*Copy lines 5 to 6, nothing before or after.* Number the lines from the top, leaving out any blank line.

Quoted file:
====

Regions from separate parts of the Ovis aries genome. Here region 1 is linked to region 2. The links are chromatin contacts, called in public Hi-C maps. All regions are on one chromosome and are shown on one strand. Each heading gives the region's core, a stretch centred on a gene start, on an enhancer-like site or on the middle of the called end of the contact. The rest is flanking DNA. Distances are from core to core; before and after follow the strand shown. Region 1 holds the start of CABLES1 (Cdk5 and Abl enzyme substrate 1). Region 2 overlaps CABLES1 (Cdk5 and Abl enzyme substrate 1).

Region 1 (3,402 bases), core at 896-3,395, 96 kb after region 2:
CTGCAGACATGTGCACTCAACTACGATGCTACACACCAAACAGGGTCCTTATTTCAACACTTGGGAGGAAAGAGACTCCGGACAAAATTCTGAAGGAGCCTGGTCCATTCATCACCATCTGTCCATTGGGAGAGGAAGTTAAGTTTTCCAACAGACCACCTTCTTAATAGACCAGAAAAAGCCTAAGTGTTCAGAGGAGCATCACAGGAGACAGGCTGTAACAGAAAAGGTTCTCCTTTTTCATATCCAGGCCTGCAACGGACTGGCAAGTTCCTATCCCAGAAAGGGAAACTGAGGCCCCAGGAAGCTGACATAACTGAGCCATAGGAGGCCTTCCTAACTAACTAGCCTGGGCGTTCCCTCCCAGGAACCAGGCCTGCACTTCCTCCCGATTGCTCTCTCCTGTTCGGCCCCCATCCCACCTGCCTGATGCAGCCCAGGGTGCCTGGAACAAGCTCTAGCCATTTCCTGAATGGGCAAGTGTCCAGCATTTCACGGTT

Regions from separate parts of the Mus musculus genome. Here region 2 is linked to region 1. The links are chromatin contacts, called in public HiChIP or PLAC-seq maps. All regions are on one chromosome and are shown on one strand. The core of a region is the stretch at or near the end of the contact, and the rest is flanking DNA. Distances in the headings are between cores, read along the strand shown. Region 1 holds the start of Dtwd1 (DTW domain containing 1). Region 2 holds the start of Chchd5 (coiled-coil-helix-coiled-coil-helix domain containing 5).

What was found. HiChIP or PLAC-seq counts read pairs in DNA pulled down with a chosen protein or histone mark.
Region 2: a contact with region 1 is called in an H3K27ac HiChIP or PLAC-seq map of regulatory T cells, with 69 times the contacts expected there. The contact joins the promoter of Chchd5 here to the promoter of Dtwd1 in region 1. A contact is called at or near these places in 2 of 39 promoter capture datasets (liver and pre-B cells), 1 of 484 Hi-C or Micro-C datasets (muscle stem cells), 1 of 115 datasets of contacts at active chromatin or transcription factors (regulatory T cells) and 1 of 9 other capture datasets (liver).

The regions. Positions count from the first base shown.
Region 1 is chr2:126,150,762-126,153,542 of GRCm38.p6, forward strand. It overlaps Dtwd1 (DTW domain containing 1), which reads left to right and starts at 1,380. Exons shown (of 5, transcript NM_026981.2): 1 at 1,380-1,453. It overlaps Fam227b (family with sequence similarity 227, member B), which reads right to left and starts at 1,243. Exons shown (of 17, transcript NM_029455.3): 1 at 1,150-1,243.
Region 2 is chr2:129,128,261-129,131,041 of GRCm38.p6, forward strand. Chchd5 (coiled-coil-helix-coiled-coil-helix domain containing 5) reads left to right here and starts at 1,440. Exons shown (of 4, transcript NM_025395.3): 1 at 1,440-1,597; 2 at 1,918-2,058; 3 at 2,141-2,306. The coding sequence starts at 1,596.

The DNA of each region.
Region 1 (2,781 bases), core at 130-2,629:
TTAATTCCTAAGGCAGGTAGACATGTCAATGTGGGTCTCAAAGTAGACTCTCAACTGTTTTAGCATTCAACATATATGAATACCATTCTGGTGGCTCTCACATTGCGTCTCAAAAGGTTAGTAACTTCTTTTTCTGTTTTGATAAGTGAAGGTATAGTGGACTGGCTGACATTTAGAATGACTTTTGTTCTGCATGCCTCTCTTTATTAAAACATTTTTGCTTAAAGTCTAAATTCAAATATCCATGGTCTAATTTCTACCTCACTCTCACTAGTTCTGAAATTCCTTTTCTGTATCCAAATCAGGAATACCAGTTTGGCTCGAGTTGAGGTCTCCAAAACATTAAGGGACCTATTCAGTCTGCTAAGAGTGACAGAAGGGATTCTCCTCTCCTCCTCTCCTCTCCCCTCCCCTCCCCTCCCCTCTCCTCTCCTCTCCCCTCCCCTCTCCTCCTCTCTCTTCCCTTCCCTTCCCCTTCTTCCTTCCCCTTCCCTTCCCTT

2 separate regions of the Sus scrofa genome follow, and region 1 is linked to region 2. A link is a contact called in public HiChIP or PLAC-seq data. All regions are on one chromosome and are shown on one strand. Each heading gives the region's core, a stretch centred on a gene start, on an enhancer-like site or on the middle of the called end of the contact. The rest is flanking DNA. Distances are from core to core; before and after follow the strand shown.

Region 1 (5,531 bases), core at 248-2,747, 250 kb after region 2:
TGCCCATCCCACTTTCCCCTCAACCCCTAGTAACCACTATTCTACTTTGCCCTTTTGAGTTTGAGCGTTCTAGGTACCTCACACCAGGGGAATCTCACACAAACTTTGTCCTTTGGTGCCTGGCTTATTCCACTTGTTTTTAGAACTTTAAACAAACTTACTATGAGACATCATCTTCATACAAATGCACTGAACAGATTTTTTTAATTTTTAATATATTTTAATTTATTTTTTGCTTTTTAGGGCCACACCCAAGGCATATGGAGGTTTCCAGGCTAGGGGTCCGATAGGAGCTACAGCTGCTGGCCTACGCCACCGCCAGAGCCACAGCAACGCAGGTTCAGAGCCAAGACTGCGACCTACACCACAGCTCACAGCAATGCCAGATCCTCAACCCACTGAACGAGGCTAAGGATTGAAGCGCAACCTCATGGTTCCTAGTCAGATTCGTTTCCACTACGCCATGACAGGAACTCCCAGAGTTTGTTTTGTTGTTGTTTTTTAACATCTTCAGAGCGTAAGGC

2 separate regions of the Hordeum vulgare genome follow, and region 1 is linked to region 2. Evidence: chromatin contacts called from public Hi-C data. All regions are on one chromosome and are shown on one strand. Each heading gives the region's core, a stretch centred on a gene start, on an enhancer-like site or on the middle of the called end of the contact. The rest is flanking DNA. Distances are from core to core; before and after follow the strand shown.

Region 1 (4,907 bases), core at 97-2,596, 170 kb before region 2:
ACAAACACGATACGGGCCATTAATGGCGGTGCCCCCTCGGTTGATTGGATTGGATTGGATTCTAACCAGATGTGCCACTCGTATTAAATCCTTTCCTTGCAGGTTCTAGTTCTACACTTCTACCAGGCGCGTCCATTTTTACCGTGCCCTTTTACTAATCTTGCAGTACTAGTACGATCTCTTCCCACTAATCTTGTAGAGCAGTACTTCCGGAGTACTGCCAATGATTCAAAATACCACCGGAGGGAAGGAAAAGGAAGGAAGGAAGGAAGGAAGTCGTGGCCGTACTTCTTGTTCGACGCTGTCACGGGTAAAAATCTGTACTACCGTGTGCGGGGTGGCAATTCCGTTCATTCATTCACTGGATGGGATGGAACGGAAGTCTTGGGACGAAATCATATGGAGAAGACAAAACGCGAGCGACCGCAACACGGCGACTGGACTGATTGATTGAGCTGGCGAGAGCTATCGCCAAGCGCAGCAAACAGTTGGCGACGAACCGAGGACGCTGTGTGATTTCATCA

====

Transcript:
What was found. HiChIP or PLAC-seq counts read pairs in DNA pulled down with a chosen protein or histone mark.
Region 2: a contact with region 1 is called in an H3K27ac HiChIP or PLAC-seq map of regulatory T cells, with 69 times the contacts expected there. The contact joins the promoter of Chchd5 here to the promoter of Dtwd1 in region 1. A contact is called at or near these places in 2 of 39 promoter capture datasets (liver and pre-B cells), 1 of 484 Hi-C or Micro-C datasets (muscle stem cells), 1 of 115 datasets of contacts at active chromatin or transcription factors (regulatory T cells) and 1 of 9 other capture datasets (liver).